Culture & Criticism Since 2003
Perhaps Ubuntu should have named their 11.04 version, released in April, after something a bit less endangered. In any event, it arrived to a mixed reception to the millions of people who have switched from Windows to Ubuntu in recent years.
I installed 11.04 on my system, but with some difficulty. There has been an ongoing problem with Linux and the very-widely-used Nvidia 6150LE video card, and installing it involved holding down the shift key as the Live CD booted, and then selecting F6 and “nomem” as options—none of which was readily apparent and quite beyond the grasp of a novice. Once in, I discovered that the native drivers couldn’t quite cope with a 1920×1280 setting and if you had more than three windows open at once, one would go blank. Annoying, but fixable.
The next big problem was the new desktop, Unity. It replaces Gnome2, (Gnome3 will be in the next release) and is a step back. Unity is awkward and slow, and I spent a frustrating half hour figuring out how to create desktop icons. Everything is on a sidebar in Unity, which is a sensible idea that accommodates the 15:9 ratio of newer monitors, but there isn’t much room for icons. They really need to use BOTH sides of the screen. After a day, I dumped Unity for Gnome2, which at least is fairly easy to do. (I tried Gnome3 from an Open-SUSE live CD, and it flat-out refused to run under Nvidia, reverting to a low-res trainwreck that would have looked right at home on a Commodore64.)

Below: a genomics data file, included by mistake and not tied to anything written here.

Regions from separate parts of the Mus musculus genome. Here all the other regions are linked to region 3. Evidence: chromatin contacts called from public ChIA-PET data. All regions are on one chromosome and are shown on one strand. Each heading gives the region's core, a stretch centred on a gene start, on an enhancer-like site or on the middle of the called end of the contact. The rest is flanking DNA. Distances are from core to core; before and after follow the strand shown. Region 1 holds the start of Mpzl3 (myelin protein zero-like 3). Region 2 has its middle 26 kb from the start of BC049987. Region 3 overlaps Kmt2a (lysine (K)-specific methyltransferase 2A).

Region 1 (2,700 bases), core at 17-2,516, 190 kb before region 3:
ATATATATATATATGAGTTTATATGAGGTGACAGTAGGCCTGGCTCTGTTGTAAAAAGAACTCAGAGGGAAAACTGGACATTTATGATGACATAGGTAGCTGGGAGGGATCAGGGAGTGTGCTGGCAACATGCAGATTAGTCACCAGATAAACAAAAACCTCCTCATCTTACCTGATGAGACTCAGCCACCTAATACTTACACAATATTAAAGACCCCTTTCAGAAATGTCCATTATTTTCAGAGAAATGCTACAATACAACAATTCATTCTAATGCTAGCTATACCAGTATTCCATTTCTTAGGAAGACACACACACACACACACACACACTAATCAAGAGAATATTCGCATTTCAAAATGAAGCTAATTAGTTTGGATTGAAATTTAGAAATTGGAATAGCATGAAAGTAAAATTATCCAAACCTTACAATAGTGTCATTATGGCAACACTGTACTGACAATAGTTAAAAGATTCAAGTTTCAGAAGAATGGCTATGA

The other major problem is that the Search function doesn’t work, except for the Home directory. It will search there, and nowhere else. If you tell it to search somewhere else, it loses the search criteria. When you reenter the search criteria, it reverts to searching the home directory only.
Despite all this, 11.04 is still a good system. The sound and video capabilities, already strong, have improved, and on a 64-bit system, it’s lightning-fast. Most of the irritations in prior releases have been resolved.
If you are running Ubuntu 10, I recommend staying put for right now, until the bugs are sorted. If you are running Windows, try the Demo in Live CD first to make sure you won’t have problems before trying to install.
Once you have Narwhal up and running, it is a thing of beauty—a safe, efficient way to enjoy using a computer online, with enormous capacities. With LibreOffice (a Word suite open-source substitute) the Mozilla suite, GIMP and cognates for most major software out there, there is little you can do in Windows that you can’t do in Ubuntu. Only gamers, and people using high-end CAD or layout programs need keep Windows at all.
Ubuntu 11.10 (“Oneiric Ocelot”) is due out in October. Word is they will post release updates for Nvidia drivers. Hopefully by then the other problems listed above will be resolved, and Ubuntu will again be the best option for PC users out there.
Zepp Jamieson was born in Ottawa, Ontario, and spent his formative years living in various parts of Canada, the UK, South Africa and Australia before finally moving to the United States, where he has lived for over 40 years. Aside from writing, his interests include hiking, raising dogs and cats, and making computers jump through hoops. His wife of 25 years edits his copy, and bravely attempts to make him sound coherent. Reach him through The Electric Review.